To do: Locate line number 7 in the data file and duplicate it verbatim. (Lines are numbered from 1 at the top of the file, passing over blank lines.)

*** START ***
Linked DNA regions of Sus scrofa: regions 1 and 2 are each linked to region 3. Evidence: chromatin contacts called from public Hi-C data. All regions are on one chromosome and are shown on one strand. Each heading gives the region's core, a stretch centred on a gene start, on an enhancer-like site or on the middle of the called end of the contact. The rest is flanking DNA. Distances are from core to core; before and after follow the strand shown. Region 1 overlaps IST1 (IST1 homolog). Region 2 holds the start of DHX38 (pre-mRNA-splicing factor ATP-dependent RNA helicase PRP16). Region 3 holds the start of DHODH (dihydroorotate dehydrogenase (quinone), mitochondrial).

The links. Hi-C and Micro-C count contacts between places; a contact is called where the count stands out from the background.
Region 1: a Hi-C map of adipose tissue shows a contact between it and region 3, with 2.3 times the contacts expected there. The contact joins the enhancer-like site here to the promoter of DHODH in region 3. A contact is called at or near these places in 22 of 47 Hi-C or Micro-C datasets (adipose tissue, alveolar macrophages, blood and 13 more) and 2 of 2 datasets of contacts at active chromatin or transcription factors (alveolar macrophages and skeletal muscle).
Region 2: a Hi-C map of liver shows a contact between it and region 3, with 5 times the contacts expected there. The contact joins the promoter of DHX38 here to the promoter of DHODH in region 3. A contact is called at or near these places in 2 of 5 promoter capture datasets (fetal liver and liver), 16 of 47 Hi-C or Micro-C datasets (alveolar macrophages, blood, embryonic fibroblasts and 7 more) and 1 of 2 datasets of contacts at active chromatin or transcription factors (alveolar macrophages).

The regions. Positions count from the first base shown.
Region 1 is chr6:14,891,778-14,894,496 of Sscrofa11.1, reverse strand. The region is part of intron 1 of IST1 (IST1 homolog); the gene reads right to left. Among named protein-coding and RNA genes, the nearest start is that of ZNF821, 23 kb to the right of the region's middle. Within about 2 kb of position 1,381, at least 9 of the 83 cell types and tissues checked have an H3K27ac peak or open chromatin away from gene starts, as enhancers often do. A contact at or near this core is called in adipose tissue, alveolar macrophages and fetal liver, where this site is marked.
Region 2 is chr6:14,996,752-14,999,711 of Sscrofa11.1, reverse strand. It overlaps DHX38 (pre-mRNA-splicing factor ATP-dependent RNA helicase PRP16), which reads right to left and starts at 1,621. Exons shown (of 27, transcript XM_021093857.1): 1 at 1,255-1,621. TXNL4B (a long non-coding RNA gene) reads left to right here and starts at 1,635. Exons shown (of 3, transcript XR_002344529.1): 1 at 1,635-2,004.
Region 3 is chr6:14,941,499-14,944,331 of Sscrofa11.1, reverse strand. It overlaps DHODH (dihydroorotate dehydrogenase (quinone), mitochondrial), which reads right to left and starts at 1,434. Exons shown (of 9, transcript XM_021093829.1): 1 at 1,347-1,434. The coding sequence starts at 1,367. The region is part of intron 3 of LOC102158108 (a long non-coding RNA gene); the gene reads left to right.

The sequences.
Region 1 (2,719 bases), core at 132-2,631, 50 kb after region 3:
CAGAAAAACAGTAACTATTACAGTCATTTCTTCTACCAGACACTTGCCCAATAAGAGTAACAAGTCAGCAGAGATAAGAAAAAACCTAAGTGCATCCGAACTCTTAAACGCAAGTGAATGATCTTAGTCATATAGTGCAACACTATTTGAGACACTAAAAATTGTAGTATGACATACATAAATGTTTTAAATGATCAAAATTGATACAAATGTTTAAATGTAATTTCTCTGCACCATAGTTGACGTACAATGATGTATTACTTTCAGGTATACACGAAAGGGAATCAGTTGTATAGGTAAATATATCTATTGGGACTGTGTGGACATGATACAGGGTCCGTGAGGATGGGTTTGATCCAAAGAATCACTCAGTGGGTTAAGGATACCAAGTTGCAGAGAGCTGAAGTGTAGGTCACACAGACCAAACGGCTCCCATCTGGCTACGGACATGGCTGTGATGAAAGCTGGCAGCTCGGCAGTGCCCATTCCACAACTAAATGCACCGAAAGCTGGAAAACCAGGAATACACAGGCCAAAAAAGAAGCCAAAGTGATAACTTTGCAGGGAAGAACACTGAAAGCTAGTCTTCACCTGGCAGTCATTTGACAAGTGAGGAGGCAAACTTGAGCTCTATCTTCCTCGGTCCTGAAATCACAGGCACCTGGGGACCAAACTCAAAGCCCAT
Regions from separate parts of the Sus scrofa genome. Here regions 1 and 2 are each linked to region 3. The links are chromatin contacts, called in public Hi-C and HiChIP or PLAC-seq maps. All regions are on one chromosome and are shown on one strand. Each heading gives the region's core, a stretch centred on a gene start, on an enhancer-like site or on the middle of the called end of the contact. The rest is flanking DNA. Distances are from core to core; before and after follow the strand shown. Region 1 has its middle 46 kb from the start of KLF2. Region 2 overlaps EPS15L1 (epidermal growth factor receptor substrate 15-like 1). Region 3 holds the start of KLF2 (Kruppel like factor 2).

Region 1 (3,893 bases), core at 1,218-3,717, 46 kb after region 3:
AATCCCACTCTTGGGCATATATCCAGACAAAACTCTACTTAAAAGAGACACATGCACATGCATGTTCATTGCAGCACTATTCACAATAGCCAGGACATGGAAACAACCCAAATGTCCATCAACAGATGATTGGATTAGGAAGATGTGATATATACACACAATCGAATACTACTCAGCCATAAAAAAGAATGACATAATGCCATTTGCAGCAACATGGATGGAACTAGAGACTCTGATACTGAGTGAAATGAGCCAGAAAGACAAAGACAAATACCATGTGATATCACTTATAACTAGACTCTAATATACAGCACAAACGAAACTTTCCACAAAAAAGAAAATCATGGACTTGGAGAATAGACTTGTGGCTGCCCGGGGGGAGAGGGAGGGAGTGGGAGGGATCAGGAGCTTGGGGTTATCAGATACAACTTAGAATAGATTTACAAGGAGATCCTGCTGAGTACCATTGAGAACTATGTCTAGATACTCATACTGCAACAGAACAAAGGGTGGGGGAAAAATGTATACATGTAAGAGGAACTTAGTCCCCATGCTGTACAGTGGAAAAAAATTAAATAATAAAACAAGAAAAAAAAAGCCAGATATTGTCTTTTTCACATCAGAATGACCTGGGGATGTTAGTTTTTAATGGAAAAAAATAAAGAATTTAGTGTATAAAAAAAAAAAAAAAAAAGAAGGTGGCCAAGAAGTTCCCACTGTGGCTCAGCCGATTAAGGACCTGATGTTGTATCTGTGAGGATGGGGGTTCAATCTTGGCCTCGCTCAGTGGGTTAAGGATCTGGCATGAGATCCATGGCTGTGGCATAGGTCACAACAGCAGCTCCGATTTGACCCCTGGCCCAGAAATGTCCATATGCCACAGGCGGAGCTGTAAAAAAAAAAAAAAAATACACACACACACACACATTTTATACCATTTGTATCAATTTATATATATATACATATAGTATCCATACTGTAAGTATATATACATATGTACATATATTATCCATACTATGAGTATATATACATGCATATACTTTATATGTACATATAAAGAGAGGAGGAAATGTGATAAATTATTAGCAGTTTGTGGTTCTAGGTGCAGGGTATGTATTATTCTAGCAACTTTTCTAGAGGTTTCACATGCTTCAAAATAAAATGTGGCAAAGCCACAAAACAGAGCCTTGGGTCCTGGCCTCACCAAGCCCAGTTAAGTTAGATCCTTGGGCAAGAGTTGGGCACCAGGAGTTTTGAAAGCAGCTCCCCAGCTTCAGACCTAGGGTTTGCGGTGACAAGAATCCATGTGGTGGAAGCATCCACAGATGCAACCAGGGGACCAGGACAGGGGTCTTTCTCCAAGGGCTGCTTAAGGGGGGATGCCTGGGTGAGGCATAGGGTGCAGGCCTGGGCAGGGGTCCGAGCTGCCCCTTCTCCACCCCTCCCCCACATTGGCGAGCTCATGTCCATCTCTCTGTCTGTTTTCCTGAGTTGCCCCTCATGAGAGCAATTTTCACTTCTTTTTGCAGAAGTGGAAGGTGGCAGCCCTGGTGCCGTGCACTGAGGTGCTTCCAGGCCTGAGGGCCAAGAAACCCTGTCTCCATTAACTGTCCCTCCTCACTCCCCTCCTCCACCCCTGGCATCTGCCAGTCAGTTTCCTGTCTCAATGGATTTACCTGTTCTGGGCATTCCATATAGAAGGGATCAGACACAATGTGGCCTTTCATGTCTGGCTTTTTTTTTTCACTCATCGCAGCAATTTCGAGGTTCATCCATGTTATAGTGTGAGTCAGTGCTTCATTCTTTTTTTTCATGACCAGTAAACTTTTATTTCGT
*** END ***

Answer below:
Region 2 is chr6:14,996,752-14,999,711 of Sscrofa11.1, reverse strand. It overlaps DHX38 (pre-mRNA-splicing factor ATP-dependent RNA helicase PRP16), which reads right to left and starts at 1,621. Exons shown (of 27, transcript XM_021093857.1): 1 at 1,255-1,621. TXNL4B (a long non-coding RNA gene) reads left to right here and starts at 1,635. Exons shown (of 3, transcript XR_002344529.1): 1 at 1,635-2,004.